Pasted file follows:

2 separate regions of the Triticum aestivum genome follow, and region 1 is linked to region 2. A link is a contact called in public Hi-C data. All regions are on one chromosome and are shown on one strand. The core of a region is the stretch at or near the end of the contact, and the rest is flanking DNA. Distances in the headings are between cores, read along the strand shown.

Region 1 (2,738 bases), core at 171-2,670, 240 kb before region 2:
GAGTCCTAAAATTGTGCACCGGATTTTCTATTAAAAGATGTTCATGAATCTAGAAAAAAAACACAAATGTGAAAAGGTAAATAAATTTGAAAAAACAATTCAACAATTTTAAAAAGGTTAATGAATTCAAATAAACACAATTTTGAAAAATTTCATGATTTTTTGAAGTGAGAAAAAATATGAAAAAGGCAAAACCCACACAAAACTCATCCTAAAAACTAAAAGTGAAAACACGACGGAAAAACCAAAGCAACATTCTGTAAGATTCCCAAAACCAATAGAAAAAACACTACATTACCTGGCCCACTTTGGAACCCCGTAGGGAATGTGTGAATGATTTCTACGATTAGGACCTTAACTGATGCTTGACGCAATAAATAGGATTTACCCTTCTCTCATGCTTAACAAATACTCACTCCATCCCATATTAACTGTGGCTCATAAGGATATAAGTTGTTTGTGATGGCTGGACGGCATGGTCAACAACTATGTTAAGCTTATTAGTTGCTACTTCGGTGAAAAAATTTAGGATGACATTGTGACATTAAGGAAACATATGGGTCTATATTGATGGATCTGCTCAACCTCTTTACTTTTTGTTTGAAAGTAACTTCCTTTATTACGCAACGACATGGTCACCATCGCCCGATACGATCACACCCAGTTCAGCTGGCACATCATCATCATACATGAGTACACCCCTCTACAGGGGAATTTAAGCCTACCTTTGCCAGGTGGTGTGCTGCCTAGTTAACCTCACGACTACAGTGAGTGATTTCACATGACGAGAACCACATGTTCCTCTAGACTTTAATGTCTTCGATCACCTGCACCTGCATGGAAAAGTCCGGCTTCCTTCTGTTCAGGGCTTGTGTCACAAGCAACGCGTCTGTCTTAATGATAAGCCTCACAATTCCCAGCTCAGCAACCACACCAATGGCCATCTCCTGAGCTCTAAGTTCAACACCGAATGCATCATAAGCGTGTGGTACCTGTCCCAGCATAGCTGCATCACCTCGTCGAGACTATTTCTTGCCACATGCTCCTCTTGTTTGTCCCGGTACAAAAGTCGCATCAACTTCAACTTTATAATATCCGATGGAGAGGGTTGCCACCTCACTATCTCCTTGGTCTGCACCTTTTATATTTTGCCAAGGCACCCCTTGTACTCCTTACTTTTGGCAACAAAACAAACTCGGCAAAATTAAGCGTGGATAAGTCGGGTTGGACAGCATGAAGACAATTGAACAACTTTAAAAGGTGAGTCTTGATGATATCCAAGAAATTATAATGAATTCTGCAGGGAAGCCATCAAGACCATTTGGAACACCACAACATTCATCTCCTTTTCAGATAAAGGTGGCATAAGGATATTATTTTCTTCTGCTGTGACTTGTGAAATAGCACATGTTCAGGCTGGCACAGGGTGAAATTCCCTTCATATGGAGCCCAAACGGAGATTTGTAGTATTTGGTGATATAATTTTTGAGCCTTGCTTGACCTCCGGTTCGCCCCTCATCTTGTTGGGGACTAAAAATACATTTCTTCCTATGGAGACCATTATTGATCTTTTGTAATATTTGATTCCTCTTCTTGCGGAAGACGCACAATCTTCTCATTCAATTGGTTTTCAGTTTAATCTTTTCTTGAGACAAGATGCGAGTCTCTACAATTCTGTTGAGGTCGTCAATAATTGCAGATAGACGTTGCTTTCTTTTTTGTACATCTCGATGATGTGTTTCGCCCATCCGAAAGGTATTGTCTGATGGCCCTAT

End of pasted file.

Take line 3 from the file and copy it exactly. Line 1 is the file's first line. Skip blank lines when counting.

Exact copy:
GAGTCCTAAAATTGTGCACCGGATTTTCTATTAAAAGATGTTCATGAATCTAGAAAAAAAACACAAATGTGAAAAGGTAAATAAATTTGAAAAAACAATTCAACAATTTTAAAAAGGTTAATGAATTCAAATAAACACAATTTTGAAAAATTTCATGATTTTTTGAAGTGAGAAAAAATATGAAAAAGGCAAAACCCACACAAAACTCATCCTAAAAACTAAAAGTGAAAACACGACGGAAAAACCAAAGCAACATTCTGTAAGATTCCCAAAACCAATAGAAAAAACACTACATTACCTGGCCCACTTTGGAACCCCGTAGGGAATGTGTGAATGATTTCTACGATTAGGACCTTAACTGATGCTTGACGCAATAAATAGGATTTACCCTTCTCTCATGCTTAACAAATACTCACTCCATCCCATATTAACTGTGGCTCATAAGGATATAAGTTGTTTGTGATGGCTGGACGGCATGGTCAACAACTATGTTAAGCTTATTAGTTGCTACTTCGGTGAAAAAATTTAGGATGACATTGTGACATTAAGGAAACATATGGGTCTATATTGATGGATCTGCTCAACCTCTTTACTTTTTGTTTGAAAGTAACTTCCTTTATTACGCAACGACATGGTCACCATCGCCCGATACGATCACACCCAGTTCAGCTGGCACATCATCATCATACATGAGTACACCCCTCTACAGGGGAATTTAAGCCTACCTTTGCCAGGTGGTGTGCTGCCTAGTTAACCTCACGACTACAGTGAGTGATTTCACATGACGAGAACCACATGTTCCTCTAGACTTTAATGTCTTCGATCACCTGCACCTGCATGGAAAAGTCCGGCTTCCTTCTGTTCAGGGCTTGTGTCACAAGCAACGCGTCTGTCTTAATGATAAGCCTCACAATTCCCAGCTCAGCAACCACACCAATGGCCATCTCCTGAGCTCTAAGTTCAACACCGAATGCATCATAAGCGTGTGGTACCTGTCCCAGCATAGCTGCATCACCTCGTCGAGACTATTTCTTGCCACATGCTCCTCTTGTTTGTCCCGGTACAAAAGTCGCATCAACTTCAACTTTATAATATCCGATGGAGAGGGTTGCCACCTCACTATCTCCTTGGTCTGCACCTTTTATATTTTGCCAAGGCACCCCTTGTACTCCTTACTTTTGGCAACAAAACAAACTCGGCAAAATTAAGCGTGGATAAGTCGGGTTGGACAGCATGAAGACAATTGAACAACTTTAAAAGGTGAGTCTTGATGATATCCAAGAAATTATAATGAATTCTGCAGGGAAGCCATCAAGACCATTTGGAACACCACAACATTCATCTCCTTTTCAGATAAAGGTGGCATAAGGATATTATTTTCTTCTGCTGTGACTTGTGAAATAGCACATGTTCAGGCTGGCACAGGGTGAAATTCCCTTCATATGGAGCCCAAACGGAGATTTGTAGTATTTGGTGATATAATTTTTGAGCCTTGCTTGACCTCCGGTTCGCCCCTCATCTTGTTGGGGACTAAAAATACATTTCTTCCTATGGAGACCATTATTGATCTTTTGTAATATTTGATTCCTCTTCTTGCGGAAGACGCACAATCTTCTCATTCAATTGGTTTTCAGTTTAATCTTTTCTTGAGACAAGATGCGAGTCTCTACAATTCTGTTGAGGTCGTCAATAATTGCAGATAGACGTTGCTTTCTTTTTTGTACATCTCGATGATGTGTTTCGCCCATCCGAAAGGTATTGTCTGATGGCCCTAT